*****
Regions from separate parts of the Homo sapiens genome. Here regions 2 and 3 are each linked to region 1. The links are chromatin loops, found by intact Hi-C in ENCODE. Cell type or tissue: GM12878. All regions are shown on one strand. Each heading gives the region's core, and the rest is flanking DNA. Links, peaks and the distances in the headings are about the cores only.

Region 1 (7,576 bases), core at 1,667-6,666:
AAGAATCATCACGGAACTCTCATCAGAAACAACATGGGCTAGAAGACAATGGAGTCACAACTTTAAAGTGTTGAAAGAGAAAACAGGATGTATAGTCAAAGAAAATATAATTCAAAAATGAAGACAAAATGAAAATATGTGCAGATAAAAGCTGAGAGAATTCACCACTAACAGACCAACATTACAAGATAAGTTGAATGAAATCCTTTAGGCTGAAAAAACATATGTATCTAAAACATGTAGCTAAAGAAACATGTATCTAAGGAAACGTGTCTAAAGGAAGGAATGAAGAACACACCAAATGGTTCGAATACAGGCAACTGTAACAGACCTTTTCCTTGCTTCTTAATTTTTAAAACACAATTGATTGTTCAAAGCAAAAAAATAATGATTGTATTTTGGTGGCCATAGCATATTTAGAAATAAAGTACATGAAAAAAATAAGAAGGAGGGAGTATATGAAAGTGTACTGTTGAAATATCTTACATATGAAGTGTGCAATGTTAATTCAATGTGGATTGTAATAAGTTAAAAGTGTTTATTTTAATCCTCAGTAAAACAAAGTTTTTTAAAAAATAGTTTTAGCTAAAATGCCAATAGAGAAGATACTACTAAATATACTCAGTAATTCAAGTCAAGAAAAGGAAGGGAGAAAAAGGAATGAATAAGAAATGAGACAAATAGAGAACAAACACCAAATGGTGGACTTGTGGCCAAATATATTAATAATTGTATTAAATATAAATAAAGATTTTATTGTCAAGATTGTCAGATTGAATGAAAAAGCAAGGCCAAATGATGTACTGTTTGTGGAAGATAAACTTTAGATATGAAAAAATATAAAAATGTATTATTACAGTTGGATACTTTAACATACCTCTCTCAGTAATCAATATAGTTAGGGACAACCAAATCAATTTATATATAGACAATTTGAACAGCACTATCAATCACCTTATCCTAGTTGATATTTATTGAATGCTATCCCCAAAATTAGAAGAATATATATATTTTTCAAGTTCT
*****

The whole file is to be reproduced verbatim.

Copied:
Regions from separate parts of the Homo sapiens genome. Here regions 2 and 3 are each linked to region 1. The links are chromatin loops, found by intact Hi-C in ENCODE. Cell type or tissue: GM12878. All regions are shown on one strand. Each heading gives the region's core, and the rest is flanking DNA. Links, peaks and the distances in the headings are about the cores only.

Region 1 (7,576 bases), core at 1,667-6,666:
AAGAATCATCACGGAACTCTCATCAGAAACAACATGGGCTAGAAGACAATGGAGTCACAACTTTAAAGTGTTGAAAGAGAAAACAGGATGTATAGTCAAAGAAAATATAATTCAAAAATGAAGACAAAATGAAAATATGTGCAGATAAAAGCTGAGAGAATTCACCACTAACAGACCAACATTACAAGATAAGTTGAATGAAATCCTTTAGGCTGAAAAAACATATGTATCTAAAACATGTAGCTAAAGAAACATGTATCTAAGGAAACGTGTCTAAAGGAAGGAATGAAGAACACACCAAATGGTTCGAATACAGGCAACTGTAACAGACCTTTTCCTTGCTTCTTAATTTTTAAAACACAATTGATTGTTCAAAGCAAAAAAATAATGATTGTATTTTGGTGGCCATAGCATATTTAGAAATAAAGTACATGAAAAAAATAAGAAGGAGGGAGTATATGAAAGTGTACTGTTGAAATATCTTACATATGAAGTGTGCAATGTTAATTCAATGTGGATTGTAATAAGTTAAAAGTGTTTATTTTAATCCTCAGTAAAACAAAGTTTTTTAAAAAATAGTTTTAGCTAAAATGCCAATAGAGAAGATACTACTAAATATACTCAGTAATTCAAGTCAAGAAAAGGAAGGGAGAAAAAGGAATGAATAAGAAATGAGACAAATAGAGAACAAACACCAAATGGTGGACTTGTGGCCAAATATATTAATAATTGTATTAAATATAAATAAAGATTTTATTGTCAAGATTGTCAGATTGAATGAAAAAGCAAGGCCAAATGATGTACTGTTTGTGGAAGATAAACTTTAGATATGAAAAAATATAAAAATGTATTATTACAGTTGGATACTTTAACATACCTCTCTCAGTAATCAATATAGTTAGGGACAACCAAATCAATTTATATATAGACAATTTGAACAGCACTATCAATCACCTTATCCTAGTTGATATTTATTGAATGCTATCCCCAAAATTAGAAGAATATATATATTTTTCAAGTTCT